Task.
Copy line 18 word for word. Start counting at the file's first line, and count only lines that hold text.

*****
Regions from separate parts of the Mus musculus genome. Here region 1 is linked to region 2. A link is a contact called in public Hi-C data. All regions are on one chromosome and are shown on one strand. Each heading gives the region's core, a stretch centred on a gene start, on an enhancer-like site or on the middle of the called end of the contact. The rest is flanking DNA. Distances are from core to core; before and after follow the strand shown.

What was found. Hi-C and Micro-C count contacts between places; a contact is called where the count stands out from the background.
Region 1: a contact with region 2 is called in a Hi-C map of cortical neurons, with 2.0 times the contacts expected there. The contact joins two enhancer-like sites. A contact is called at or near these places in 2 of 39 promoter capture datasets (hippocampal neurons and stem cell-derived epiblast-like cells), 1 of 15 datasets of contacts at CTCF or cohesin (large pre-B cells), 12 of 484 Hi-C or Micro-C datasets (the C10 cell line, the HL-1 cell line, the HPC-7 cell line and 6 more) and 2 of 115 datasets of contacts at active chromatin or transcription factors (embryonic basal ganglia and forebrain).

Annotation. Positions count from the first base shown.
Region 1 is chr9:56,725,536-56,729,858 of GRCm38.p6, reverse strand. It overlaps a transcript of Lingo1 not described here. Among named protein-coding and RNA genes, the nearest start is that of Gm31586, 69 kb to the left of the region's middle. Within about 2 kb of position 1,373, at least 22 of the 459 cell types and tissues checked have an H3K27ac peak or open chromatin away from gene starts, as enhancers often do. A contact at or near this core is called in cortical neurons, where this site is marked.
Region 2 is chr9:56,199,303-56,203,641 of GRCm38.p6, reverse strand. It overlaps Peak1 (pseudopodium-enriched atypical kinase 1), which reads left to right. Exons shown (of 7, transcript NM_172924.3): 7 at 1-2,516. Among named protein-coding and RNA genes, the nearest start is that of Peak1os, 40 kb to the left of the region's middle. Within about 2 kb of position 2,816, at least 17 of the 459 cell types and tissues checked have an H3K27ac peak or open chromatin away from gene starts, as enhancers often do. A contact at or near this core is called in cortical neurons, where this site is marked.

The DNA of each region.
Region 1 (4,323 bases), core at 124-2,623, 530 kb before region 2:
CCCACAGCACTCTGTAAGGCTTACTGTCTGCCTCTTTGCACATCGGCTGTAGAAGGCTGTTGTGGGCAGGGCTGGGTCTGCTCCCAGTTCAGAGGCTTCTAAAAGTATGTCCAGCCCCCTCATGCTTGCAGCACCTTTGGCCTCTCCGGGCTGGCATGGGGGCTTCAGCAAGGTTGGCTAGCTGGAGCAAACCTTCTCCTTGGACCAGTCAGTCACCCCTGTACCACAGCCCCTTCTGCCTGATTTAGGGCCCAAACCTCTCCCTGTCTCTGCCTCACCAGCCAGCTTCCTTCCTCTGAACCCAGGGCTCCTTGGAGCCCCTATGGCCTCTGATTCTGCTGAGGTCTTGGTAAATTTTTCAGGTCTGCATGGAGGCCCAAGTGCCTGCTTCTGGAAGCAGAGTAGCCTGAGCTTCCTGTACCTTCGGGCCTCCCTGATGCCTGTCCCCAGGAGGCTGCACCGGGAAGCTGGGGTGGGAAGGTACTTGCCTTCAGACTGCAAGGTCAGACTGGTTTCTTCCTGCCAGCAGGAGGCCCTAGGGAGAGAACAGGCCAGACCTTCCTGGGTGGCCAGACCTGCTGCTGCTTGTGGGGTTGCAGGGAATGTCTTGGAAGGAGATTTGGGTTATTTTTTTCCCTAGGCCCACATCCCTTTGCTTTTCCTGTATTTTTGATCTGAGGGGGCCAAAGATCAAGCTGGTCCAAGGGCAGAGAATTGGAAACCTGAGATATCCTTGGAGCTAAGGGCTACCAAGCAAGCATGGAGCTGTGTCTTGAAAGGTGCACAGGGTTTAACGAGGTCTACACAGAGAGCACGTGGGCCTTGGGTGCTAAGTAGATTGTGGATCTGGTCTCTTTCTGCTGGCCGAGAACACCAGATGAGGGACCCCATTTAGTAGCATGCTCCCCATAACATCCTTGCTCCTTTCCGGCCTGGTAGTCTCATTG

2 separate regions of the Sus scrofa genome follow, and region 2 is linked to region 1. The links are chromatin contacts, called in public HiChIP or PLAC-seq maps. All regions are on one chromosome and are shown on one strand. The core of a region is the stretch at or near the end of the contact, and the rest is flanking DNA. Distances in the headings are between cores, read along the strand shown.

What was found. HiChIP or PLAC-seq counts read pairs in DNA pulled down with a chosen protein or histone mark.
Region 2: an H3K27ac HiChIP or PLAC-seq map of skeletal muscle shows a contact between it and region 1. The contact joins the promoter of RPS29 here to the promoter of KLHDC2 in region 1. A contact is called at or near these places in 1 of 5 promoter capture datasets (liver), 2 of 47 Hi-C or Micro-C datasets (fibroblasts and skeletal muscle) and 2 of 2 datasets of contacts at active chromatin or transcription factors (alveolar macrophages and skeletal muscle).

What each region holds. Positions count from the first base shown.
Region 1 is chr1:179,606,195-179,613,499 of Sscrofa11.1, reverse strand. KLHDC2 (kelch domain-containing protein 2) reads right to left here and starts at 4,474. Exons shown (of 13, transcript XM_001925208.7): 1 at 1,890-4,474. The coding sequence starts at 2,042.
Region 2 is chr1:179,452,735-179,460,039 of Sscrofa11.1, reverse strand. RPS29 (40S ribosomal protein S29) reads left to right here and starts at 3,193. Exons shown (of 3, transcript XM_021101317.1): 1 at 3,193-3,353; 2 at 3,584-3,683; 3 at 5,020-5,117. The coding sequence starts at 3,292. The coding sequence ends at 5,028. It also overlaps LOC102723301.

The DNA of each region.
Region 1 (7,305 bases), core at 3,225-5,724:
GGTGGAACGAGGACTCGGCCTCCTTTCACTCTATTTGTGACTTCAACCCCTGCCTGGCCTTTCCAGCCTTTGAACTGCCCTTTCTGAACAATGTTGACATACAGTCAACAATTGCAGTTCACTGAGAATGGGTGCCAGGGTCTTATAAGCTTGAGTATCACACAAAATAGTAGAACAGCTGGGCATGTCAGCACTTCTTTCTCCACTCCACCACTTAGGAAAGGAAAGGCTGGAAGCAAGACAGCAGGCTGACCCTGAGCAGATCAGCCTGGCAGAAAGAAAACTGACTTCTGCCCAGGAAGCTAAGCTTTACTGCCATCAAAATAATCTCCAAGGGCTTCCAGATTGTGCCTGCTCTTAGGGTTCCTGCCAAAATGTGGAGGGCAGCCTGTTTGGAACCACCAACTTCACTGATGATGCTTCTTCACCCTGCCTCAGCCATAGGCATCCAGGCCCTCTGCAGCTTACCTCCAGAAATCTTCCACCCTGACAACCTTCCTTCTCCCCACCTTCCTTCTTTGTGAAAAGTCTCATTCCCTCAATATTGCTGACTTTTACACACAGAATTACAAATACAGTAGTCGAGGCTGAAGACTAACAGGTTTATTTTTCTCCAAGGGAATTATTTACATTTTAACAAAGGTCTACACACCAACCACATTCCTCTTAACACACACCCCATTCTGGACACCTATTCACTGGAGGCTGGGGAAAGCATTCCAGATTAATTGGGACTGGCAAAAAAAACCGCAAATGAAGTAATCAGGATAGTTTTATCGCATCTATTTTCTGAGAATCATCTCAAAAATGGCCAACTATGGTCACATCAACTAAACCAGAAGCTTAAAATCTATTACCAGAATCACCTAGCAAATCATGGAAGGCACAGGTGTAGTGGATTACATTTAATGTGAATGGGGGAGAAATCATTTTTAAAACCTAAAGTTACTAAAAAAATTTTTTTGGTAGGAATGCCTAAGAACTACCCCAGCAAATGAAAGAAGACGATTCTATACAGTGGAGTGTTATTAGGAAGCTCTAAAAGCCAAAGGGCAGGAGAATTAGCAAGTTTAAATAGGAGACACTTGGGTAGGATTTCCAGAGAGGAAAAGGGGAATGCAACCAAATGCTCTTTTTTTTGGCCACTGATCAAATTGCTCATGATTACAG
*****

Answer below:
GGTGGAACGAGGACTCGGCCTCCTTTCACTCTATTTGTGACTTCAACCCCTGCCTGGCCTTTCCAGCCTTTGAACTGCCCTTTCTGAACAATGTTGACATACAGTCAACAATTGCAGTTCACTGAGAATGGGTGCCAGGGTCTTATAAGCTTGAGTATCACACAAAATAGTAGAACAGCTGGGCATGTCAGCACTTCTTTCTCCACTCCACCACTTAGGAAAGGAAAGGCTGGAAGCAAGACAGCAGGCTGACCCTGAGCAGATCAGCCTGGCAGAAAGAAAACTGACTTCTGCCCAGGAAGCTAAGCTTTACTGCCATCAAAATAATCTCCAAGGGCTTCCAGATTGTGCCTGCTCTTAGGGTTCCTGCCAAAATGTGGAGGGCAGCCTGTTTGGAACCACCAACTTCACTGATGATGCTTCTTCACCCTGCCTCAGCCATAGGCATCCAGGCCCTCTGCAGCTTACCTCCAGAAATCTTCCACCCTGACAACCTTCCTTCTCCCCACCTTCCTTCTTTGTGAAAAGTCTCATTCCCTCAATATTGCTGACTTTTACACACAGAATTACAAATACAGTAGTCGAGGCTGAAGACTAACAGGTTTATTTTTCTCCAAGGGAATTATTTACATTTTAACAAAGGTCTACACACCAACCACATTCCTCTTAACACACACCCCATTCTGGACACCTATTCACTGGAGGCTGGGGAAAGCATTCCAGATTAATTGGGACTGGCAAAAAAAACCGCAAATGAAGTAATCAGGATAGTTTTATCGCATCTATTTTCTGAGAATCATCTCAAAAATGGCCAACTATGGTCACATCAACTAAACCAGAAGCTTAAAATCTATTACCAGAATCACCTAGCAAATCATGGAAGGCACAGGTGTAGTGGATTACATTTAATGTGAATGGGGGAGAAATCATTTTTAAAACCTAAAGTTACTAAAAAAATTTTTTTGGTAGGAATGCCTAAGAACTACCCCAGCAAATGAAAGAAGACGATTCTATACAGTGGAGTGTTATTAGGAAGCTCTAAAAGCCAAAGGGCAGGAGAATTAGCAAGTTTAAATAGGAGACACTTGGGTAGGATTTCCAGAGAGGAAAAGGGGAATGCAACCAAATGCTCTTTTTTTTGGCCACTGATCAAATTGCTCATGATTACAG